Academic Career and Research Areas
The research of Juliane Winkelmann focuses on the genetic architecture and underlying molecular mechanisms of complex genetic neurological disorders as well as rare diseases with a special focus on movement and sleep disorders. Winkelmann and her team have made primary discoveries of genetic variants for common neurological disorders including Restless Leg Syndrome and Dystonia. Her research at the Institute of Neurogenomics (ING) is laying the groundwork for personalized medicine. Through an understanding of genetic predisposition to disease her aim is to be able to prevent disease in individuals and provide superior diagnostic information, paving the way for therapies tailored to the individual patient.
Winkelmann studied medicine at Semmelweis University in Budapest, Hungary, and at LMU Munich. Her doctoral research was conducted at the Max Planck Institute of Psychiatry. She was Professor of Neurology and Neuroscience at Stanford University in California before being appointed Chair of Neurogenetics at TUM in 2015. Since 2017 she has been Senior Vice President International Alliances and Alumni.
- Sleep Science Award, American Academy of Neurology (2016)
- Dingebauer Award, German Society of Neurology (2014)
- Outstanding Scientific Achievement Award, Sleep Research Society, USA (2009)
Schormair B, Zhao C, Bell S, Tilch E, Salminen AV, Pütz B, Dauvilliers Y, Stefani A, Högl B, Poewe W, Kemlink D, Sonka K, Bachmann CG, Paulus W, Trenkwalder C, Oertel WH, Hornyak M, Teder-Laving M, Metspalu A, Hadjigeorgiou GM, Polo O, Fietze I, Ross OA, Wszolek Z, Butterworth AS, Soranzo N, Ouwehand WH, Roberts DJ, Danesh J, Allen RP, Earley CJ, Ondo WG, Xiong L, Montplaisir J, Gan-Or Z, Perola M, Vodicka P, Dina C, Franke A, Tittmann L, Stewart AFR, Shah SH, Gieger C, Peters A, Rouleau GA, Berger K, Oexle K, Di Angelantonio E, Hinds DA, Müller-Myhsok B, Winkelmann J; 23andMe Research Team; DESIR study group. “Identification of novel risk loci for restless legs syndrome in genome-wide association studies in individuals of European ancestry: a meta-analysis”. Lancet Neurol. 2017; 16(11):898-907.Abstract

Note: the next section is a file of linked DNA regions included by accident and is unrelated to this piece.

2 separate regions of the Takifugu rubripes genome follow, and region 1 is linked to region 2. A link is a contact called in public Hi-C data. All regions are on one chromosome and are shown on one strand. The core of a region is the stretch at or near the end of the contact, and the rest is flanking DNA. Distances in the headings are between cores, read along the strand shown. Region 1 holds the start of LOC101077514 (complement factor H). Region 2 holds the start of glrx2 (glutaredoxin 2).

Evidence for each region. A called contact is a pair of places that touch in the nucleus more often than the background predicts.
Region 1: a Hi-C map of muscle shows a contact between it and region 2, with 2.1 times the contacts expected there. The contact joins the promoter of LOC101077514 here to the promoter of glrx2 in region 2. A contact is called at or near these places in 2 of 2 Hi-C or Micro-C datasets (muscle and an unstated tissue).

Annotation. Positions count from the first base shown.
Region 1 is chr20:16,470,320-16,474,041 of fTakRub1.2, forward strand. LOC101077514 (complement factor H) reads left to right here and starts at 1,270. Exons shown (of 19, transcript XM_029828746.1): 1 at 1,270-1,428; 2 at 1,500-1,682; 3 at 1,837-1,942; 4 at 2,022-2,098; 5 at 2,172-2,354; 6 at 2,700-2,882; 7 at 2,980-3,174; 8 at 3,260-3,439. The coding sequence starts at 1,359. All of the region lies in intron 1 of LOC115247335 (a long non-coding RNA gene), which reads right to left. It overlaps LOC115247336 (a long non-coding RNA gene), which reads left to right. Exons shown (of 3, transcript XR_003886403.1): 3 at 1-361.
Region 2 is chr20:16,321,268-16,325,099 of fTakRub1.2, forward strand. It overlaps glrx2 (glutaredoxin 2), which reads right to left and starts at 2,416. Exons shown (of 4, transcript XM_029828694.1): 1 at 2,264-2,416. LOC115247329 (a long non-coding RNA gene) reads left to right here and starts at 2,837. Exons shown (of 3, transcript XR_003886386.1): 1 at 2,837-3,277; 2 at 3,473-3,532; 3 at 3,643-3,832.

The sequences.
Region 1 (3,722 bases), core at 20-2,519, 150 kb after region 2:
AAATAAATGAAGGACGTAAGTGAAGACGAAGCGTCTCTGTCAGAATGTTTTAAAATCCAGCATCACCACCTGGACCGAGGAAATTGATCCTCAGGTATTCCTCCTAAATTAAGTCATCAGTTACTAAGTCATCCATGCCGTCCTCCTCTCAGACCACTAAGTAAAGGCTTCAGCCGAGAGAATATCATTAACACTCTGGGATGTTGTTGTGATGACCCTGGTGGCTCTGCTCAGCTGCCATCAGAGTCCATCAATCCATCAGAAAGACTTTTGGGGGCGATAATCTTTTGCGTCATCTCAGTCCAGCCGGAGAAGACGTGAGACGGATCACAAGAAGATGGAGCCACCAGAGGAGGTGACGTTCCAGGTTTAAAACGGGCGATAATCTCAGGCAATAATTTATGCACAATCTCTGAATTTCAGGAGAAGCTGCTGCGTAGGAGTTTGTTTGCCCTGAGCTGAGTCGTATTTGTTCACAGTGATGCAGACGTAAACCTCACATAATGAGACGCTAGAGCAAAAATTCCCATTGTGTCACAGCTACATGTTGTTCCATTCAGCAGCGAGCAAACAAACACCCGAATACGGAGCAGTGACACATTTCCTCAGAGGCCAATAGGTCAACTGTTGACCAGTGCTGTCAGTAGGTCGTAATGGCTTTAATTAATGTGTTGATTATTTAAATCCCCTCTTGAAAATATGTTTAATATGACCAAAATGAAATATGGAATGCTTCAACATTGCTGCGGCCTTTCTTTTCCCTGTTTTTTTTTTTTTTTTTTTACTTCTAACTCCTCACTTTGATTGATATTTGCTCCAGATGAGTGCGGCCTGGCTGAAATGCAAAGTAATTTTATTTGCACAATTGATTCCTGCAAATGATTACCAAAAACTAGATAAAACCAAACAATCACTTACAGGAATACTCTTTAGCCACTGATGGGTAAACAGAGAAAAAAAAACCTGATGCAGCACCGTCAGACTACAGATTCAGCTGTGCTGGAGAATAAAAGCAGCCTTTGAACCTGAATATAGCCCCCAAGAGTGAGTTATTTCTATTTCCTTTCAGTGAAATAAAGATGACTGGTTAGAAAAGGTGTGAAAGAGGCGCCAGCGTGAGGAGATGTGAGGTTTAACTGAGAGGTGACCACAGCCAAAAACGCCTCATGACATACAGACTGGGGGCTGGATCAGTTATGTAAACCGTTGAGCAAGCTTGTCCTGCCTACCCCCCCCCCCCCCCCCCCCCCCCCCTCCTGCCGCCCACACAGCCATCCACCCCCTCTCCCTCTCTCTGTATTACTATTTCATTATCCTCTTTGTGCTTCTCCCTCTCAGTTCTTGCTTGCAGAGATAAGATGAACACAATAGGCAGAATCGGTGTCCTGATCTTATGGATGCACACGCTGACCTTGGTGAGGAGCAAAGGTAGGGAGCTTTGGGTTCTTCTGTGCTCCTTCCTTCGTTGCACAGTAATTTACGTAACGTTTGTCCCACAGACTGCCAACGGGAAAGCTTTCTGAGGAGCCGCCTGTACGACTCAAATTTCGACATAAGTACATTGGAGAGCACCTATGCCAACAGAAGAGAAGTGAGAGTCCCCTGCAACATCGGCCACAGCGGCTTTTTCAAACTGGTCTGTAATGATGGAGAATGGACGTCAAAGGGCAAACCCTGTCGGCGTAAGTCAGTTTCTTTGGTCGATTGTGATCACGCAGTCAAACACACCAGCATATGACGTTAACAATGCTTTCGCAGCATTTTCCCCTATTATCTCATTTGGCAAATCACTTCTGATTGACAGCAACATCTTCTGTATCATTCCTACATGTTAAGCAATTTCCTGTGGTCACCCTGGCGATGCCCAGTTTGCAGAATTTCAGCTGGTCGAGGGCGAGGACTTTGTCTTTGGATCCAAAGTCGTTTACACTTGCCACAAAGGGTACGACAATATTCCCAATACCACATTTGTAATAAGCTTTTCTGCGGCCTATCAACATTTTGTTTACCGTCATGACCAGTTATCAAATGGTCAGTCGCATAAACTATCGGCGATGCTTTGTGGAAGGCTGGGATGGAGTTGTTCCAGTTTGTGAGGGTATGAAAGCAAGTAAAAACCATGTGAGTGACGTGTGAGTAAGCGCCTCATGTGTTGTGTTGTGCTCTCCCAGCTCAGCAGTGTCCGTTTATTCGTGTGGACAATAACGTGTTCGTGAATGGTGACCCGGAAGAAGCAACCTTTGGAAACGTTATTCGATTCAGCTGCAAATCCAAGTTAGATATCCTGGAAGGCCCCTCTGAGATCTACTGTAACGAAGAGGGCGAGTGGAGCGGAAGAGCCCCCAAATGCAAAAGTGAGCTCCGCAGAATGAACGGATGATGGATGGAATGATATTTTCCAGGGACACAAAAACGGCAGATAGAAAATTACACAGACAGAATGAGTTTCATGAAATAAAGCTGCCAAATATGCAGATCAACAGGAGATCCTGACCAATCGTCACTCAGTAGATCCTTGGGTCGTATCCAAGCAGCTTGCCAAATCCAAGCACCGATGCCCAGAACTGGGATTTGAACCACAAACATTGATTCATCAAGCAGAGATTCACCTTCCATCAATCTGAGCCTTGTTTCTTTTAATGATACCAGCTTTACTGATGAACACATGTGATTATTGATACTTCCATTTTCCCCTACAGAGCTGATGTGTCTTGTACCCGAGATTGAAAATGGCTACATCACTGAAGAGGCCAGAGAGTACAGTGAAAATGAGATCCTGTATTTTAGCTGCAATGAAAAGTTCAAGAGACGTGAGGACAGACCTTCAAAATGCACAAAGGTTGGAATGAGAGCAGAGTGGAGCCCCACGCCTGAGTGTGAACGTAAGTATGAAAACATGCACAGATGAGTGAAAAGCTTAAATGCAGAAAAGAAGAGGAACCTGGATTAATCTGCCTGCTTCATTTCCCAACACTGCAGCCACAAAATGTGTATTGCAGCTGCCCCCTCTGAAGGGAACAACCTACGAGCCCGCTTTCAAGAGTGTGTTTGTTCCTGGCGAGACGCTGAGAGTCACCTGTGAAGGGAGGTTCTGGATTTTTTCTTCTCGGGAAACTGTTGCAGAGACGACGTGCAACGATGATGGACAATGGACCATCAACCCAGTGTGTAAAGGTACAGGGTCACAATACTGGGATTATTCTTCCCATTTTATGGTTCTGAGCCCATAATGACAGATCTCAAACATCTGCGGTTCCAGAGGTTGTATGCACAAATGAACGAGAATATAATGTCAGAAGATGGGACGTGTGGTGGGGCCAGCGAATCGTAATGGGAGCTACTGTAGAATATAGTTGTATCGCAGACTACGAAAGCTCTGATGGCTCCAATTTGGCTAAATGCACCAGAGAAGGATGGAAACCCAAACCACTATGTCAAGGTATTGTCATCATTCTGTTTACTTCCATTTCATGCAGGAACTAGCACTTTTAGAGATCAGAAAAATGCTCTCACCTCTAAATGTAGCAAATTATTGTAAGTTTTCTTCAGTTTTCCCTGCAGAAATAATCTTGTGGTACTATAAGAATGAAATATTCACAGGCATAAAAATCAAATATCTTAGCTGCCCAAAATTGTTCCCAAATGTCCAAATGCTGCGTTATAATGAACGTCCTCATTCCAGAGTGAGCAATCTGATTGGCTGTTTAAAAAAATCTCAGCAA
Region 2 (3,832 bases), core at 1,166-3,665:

Zech M, Boesch S, Maier EM, Borggraefe I, Vill K, Laccone F, Pilshofer V, Ceballos-Baumann A, Alhaddad B, Berutti R, Poewe W, Haack TB, Haslinger B, Strom TM, Winkelmann J. „Haploinsufficiency of KMT2B, Encoding the Lysine-Specific Histone Methyltransferase 2B, Results in Early-Onset Generalized Dystonia”. Am J Hum Genet. 2016; 99(6):1377-1387.Abstract
Zech M, Lam DD, Francescatto L, Schormair B, Salminen AV, Jochim A, Wieland T, Lichtner P, Peters A, Gieger C, Lochmüller H, Strom TM, Haslinger B, Katsanis N, Winkelmann J: “Recessive Mutations in the α3 (VI) Collagen Gene COL6A3 Cause Early-Onset Isolated Dystonia”. Am J Hum Genet. 2015; 96(6): 883-93.Abstract
Schormair B*, Kemlink D*, Roeske D, Eckstein G, Xiong L, Lichtner P, Trenkwalder C, Zimprich A, Högl , Poewe W, Stiasny-Kolster K, Oertel W, Bachmann CG, Paulus W, Peglau I, Vodicka P, Vávrová J, Sonka K, Montplaisir J, Turecki G, Rouleau G, Gieger C, Thomas Illig, H-Erich Wichmann H-E, Holsboer F, Müller- Myhsok B, Thomas Meitinger T, Winkelmann J: “Protein-tyrosine Phosphatase Receptor Type Delta (PTPRD) is Associated with Restless Legs Syndrome”. Nature Genetics. 2008; 40: 946-948.Abstract
Winkelmann J, Schormair B, Lichtner P, Ripke S, Xiong L, Jalilzadeh S, Fulda S, Putz B, Eckstein G, Hauk S, Trenkwalder C, Zimprich A, Stiasny-Kolster K, Oertel W, Bachmann CG, Paulus W, Peglau I, Eisensehr I, Montplaisir J, Turecki G, Rouleau G, Gieger C, Illig T, Wichmann HE, Holsboer F, Muller-Myhsok B, Meitinger T: “Genome-wide association study of restless legs syndrome identifies common variants in three genomic regions”. Nature Genetics. 2007; 39(8): 1000-1006.Abstract